“Is that a new dress? It’s very nice,” Micky said as he pulled out Delphia’s chair.
“Yes, it is, well sort of,” Delphia replied as she sat down, “It’s a hand-me-down from a friend. Do you like it?”
“Yeah, I like it, but I’m no connoisseur.” He took his seat. “I think you’d still look beautiful in a dress made from flour sacks.” Delphia started laughing and Micky kept going. “You know, Gold Medal right across your chest.”
“Stop it,” she blushed. Micky had no idea that was pretty much her standard growing up. The waiter came up and told them the specials. They ordered and the waiter swiftly returned with coffee for Micky and lemonade for Delphia.
“That coffee smells delicious, but if I’m going to have any hope at sleeping when I get home I’ll have to pass,” she said.
“I hope you have some good curtains,” Micky commented. He pulled his coffee cup closer to him.
“No, my place is the same as when you last saw it. Right down to the lumpy mattress.” She frowned and traced a finger along the crisp, white tablecloth. “I try to hang my arm over my eyes…to block the light.” The conversation stalled. The mattress reminded Delphia of her mother, her illness and her death. Micky vaguely remembered the shabby room. The idea of a quick afternoon romp fizzled in his mind. He was already checked out of the hotel. Thankfully, the waiter came back with their plates.
“So you’re working at the Cabaret now? Did Sicero arrange that?” Micky asked as he picked up his fork. Delphia chuckled.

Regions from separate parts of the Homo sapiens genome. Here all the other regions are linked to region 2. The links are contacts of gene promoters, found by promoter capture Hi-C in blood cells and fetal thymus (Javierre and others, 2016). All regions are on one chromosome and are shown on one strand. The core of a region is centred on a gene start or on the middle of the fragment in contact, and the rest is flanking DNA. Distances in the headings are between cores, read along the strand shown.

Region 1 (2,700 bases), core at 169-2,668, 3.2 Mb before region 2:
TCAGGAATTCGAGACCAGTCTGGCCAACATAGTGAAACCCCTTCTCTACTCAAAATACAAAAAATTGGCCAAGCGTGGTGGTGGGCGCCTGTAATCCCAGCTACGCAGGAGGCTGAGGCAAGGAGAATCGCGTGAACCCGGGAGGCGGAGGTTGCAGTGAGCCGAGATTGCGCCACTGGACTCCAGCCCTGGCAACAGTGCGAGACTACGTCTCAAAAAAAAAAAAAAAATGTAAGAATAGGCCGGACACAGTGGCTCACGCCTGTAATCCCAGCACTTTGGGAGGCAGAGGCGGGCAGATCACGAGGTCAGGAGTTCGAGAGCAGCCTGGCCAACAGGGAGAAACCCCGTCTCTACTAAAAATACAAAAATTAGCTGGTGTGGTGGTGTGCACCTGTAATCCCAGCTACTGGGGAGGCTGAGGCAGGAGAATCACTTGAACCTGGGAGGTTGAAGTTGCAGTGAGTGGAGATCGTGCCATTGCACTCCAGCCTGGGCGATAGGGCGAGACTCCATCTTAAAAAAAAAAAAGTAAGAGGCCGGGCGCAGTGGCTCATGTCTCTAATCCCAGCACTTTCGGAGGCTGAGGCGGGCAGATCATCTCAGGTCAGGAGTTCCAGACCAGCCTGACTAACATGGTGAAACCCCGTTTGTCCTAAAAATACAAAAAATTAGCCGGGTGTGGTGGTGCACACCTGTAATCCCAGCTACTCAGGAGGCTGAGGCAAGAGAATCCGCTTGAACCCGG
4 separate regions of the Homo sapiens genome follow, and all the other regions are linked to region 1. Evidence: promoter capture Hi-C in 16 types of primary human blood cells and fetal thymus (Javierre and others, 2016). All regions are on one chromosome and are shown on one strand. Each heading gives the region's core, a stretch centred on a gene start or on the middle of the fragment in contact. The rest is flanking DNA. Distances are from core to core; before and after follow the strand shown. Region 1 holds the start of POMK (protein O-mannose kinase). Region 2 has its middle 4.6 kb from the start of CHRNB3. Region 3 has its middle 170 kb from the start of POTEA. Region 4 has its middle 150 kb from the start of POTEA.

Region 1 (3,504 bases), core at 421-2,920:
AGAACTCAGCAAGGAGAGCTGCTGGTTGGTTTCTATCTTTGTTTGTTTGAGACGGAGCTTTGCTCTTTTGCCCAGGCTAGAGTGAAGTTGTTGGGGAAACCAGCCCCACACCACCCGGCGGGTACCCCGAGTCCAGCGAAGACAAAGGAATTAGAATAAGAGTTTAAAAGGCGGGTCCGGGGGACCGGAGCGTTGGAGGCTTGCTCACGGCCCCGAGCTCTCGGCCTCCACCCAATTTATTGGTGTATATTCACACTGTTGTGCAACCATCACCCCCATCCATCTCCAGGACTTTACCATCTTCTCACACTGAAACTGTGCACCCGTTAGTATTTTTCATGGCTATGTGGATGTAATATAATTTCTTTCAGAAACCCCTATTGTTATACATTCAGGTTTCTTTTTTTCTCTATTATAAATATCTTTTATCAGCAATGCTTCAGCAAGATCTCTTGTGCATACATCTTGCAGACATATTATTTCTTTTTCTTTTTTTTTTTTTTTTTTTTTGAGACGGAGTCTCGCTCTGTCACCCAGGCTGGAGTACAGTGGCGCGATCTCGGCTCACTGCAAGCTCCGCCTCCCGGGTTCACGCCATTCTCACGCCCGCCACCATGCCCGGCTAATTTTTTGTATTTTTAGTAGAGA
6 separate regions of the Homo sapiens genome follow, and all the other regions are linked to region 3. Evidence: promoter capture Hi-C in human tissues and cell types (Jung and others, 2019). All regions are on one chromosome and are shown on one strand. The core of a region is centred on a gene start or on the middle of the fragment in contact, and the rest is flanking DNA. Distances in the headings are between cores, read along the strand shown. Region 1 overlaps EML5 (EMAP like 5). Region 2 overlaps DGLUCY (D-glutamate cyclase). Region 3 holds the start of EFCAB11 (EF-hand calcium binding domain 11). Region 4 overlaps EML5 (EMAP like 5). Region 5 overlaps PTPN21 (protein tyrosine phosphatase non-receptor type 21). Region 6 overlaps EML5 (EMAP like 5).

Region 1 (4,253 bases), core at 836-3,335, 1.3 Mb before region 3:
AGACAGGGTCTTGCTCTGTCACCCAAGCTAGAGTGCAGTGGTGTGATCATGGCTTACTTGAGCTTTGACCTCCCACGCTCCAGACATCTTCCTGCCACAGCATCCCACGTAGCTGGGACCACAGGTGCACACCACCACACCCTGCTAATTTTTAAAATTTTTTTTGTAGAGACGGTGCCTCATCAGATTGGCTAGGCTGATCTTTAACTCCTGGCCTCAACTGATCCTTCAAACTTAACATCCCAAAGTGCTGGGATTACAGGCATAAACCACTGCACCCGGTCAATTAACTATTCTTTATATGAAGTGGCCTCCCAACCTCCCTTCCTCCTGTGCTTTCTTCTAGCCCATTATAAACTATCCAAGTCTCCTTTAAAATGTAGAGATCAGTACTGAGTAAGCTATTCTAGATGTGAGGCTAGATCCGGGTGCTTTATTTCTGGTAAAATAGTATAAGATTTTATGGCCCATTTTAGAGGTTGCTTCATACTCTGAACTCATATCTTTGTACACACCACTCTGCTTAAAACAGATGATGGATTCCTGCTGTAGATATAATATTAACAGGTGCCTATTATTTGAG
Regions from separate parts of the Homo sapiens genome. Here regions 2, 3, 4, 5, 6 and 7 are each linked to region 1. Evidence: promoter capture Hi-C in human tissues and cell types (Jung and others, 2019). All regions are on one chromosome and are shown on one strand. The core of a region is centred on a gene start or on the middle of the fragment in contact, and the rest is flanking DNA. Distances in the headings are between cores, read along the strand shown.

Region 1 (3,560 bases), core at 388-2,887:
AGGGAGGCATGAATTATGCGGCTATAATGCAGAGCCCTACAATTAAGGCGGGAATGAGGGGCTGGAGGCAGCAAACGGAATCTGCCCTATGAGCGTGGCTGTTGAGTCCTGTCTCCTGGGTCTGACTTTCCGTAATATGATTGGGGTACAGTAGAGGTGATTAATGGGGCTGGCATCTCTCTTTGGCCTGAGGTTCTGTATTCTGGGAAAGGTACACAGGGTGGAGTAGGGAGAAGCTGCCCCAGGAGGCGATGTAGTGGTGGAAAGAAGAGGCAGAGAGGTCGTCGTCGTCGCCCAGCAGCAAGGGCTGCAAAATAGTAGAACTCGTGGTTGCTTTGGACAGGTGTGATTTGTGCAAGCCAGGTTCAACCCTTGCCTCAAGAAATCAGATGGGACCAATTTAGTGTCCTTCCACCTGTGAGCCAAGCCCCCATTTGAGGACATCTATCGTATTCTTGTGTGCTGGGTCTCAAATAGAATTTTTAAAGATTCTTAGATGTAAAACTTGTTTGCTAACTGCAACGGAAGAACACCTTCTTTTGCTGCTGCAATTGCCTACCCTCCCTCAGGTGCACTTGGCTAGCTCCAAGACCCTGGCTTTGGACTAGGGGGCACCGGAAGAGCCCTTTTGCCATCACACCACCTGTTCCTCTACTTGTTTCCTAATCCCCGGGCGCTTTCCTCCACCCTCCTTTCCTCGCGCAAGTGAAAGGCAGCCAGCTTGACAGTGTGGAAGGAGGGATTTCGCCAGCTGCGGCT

“Mr. Sicero? No, I don’t have anything to do with Mr. Sicero,” she said. “My friend, Moira, who gave me the dress…she’s a dancer there. The current seamstress has been complaining about her work load. Moira knows I need the money to pay for…mother’s bills.” She was beginning to lose her appetite.
“Like what?” Micky picked up the pepper shaker. Delphia was poking at her food with a fork.
“I owe the doctor for house calls, the pharmacy and I was a little short for the burial. I think they let it go forward, because I work at a Sicero joint. I barely ate at all that week. Mort would have sacked me if he caught me eating scraps off the plates I took back to the kitchen.” She covered her face with her hands abruptly. “Oh my gosh, I don’t know why I said that…That’s embarrassing.” She tried to keep her hand steady, and repeated Moira’s mantra to stay calm in her mind. “It’s probably a pittance to someone like Mr. Sicero, but I can’t wait to break even. I feel guilty owing money. Especially to people whose whole purpose is to do good.”
“Don’t feel that way. Everyone goes through lean times now and again. Cash gets tight every time I try to go straight,” Micky laughed.
“So the money’s in breaking the law?” Delphia asked. Micky thought about his answer.
“Not breaking the law. No, I’ve never broken the law, Doll. Tiptoe around it? Maybe.” Micky laughed again. “I can’t give you any specifics. The less you know the better.”
Delphia’s curiosity was piqued, but couldn’t bring herself to ask for details. Since coming to the coast, she had often wondered about others people’s lives. She had often sat at the window of her room and stared across at the other windows, watching the families that lived within. The mother hanging the laundry out the window. The wife in her nightgown, smoking a cigarette with a black eye. The children being released into the street to play until supper. The men returning from the docks. She thought those men couldn’t be much different than the migrant workers on the farm, but the tourists at the boardwalk baffled her. She had never gone on a trip for pleasure in her life. The people at the supper club in their fine clothes were easy to part with their cash. She had never seen so many dollars at once before coming to the coast. There was so much she didn’t know. She craved more excitement in her life even if it was vicarious.
“You better catch up on your eatin’ or you’ll get stuck with the bill. I have to be on the road soon if I want to make it back to the Farm before dark. Drivin’ out there at night gives me the willies.” Micky picked up his coffee and took a sip. “It’s too quiet.”